If you are teaching both boys and girls you will want to take these things into consideration. That way you will be able to adapt your expectations to their developmental stages and strengths. And of course, it is also important to see each student as an individual and leave room for adjustments that take into consideration their unique strengths and weaknesses. Every student can excel at learning in a homeschool environment. It is a custom designed experience that will bring out the very best that they have in them.
My husband was all for homeschooling when we started in 1991. He was also trying to get his own business started and trying to help me deal with my mother’s terminal illness. He had his hands full. Very full.
I was the primary teacher from the beginning, partly because I had a degree in education and my husband felt like I would be more qualified to teach than he was. But mostly because of the time constraints already on him. He was interested, but not really participating. I wanted the boys to see that Dad was a part of what we were doing so I found ways that included him when he was able.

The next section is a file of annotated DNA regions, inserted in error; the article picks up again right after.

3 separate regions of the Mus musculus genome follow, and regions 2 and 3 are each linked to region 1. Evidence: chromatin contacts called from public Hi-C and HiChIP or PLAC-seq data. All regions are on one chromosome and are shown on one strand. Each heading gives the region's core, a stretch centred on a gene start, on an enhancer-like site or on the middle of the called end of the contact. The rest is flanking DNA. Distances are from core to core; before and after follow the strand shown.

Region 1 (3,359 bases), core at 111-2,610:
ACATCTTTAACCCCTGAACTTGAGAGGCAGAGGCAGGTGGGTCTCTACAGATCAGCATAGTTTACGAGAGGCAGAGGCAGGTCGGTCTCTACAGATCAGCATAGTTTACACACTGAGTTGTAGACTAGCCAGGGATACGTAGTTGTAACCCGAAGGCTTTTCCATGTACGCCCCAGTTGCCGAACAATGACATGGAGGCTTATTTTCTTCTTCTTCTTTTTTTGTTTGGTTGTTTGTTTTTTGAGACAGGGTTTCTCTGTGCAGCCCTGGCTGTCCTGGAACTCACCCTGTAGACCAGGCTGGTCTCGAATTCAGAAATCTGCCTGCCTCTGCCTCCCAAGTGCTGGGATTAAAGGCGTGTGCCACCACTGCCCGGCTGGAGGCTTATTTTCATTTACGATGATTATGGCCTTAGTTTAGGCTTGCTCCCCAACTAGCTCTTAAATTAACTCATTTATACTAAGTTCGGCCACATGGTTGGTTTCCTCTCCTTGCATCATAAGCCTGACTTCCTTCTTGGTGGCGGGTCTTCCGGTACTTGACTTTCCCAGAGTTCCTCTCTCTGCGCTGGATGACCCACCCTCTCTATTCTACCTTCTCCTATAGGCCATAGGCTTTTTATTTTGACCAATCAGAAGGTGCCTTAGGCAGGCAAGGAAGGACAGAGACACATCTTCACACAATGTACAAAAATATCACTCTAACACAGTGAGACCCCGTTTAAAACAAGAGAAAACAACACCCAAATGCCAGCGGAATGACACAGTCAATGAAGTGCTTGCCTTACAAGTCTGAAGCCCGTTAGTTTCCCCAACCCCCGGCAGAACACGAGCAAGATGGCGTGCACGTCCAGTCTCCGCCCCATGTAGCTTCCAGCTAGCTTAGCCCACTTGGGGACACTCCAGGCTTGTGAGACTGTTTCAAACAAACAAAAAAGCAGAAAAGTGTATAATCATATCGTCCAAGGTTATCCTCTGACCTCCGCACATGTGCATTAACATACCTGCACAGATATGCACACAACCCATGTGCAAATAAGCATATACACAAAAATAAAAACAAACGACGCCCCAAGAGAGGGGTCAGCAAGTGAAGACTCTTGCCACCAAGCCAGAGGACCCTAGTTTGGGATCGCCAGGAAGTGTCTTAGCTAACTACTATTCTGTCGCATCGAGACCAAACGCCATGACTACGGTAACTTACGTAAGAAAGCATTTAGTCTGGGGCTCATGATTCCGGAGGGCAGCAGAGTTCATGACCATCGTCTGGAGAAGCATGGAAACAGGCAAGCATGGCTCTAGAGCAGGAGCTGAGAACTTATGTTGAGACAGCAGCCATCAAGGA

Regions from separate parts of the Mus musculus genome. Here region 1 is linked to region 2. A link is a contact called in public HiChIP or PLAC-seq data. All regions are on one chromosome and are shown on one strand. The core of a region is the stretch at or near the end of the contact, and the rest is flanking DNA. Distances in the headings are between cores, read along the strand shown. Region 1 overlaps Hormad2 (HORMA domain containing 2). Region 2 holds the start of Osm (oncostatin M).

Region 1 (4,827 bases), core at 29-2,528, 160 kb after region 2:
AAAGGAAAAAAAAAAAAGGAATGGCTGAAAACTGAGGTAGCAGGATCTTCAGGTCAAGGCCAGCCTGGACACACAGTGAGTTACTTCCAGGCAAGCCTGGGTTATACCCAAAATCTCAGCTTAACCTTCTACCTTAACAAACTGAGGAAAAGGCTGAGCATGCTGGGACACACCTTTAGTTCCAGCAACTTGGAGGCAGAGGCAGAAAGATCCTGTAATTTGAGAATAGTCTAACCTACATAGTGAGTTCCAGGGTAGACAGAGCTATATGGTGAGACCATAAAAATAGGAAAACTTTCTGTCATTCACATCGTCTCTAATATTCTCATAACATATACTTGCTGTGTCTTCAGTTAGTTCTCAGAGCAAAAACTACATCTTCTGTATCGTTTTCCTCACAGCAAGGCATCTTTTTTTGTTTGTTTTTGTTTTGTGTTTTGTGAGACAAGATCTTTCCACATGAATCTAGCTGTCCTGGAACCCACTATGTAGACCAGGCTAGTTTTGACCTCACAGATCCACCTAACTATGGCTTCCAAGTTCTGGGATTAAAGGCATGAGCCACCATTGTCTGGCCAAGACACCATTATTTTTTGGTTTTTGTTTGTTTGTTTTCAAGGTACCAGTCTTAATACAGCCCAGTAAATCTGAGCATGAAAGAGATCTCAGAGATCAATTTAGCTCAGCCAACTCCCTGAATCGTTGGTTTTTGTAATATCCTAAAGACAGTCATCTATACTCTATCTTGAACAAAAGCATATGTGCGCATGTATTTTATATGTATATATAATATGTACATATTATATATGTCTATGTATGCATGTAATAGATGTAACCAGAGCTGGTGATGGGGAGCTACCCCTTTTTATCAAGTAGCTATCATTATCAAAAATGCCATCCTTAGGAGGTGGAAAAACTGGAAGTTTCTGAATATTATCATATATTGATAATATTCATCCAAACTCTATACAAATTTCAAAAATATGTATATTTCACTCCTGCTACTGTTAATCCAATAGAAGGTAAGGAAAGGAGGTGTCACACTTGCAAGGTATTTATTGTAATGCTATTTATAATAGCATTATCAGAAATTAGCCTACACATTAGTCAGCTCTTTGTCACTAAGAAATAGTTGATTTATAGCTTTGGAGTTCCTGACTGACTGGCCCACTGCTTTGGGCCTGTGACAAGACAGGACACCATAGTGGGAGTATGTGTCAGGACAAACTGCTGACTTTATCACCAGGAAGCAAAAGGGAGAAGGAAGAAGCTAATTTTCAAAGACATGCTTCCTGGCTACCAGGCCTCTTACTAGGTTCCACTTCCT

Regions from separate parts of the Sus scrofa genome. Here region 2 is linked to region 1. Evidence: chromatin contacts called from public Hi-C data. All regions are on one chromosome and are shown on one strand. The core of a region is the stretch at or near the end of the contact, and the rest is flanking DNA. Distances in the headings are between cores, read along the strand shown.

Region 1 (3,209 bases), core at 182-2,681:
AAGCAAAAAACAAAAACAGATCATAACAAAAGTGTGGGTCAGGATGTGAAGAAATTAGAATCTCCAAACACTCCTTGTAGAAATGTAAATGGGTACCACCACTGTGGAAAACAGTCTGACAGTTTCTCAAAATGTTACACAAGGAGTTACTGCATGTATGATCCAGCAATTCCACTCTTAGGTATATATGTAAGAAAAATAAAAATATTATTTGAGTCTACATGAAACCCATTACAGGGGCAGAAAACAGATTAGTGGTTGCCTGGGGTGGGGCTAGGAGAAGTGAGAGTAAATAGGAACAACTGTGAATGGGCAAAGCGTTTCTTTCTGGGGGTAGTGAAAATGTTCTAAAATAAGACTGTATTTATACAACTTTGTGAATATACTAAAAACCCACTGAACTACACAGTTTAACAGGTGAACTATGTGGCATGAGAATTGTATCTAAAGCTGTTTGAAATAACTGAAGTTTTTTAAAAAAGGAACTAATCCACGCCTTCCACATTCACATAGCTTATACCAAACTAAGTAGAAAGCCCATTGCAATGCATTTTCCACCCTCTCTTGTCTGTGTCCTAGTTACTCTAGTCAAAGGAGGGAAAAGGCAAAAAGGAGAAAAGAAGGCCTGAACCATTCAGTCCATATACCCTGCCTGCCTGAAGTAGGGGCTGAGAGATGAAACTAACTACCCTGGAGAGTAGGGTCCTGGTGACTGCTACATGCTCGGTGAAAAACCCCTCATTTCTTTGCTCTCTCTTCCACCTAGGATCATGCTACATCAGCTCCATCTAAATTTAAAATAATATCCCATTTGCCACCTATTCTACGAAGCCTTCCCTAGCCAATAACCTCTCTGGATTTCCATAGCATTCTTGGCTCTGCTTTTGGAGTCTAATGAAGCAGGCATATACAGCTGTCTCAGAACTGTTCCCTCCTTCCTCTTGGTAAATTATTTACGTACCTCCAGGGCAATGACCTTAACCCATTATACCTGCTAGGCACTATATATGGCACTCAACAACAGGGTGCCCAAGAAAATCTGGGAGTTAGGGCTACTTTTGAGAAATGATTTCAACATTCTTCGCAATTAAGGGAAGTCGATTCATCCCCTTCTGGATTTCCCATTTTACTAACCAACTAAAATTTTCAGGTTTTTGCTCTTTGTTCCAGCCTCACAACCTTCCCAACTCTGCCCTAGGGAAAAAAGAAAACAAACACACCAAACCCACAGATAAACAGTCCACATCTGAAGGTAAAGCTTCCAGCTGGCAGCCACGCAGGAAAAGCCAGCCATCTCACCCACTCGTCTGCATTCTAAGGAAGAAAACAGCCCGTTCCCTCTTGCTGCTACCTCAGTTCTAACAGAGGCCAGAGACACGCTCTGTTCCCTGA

Here are some ways you can get Dad involved without overloading him with teaching responsibilities.
Show and Tell. Conversation at the dinner table about what was learned is always a great place to start. My boys were excited to talk about what they were learning. Dad was good at asking leading questions to get them talking. And when
Dad traveled, the older ones could send him emails telling him what they were doing. Email was a good tool since my husband traveled a lot for quite a few years. He was able to read and respond when he could focus and the conversations were very rewarding. And today, kids can use things like Skype to make it even more personal.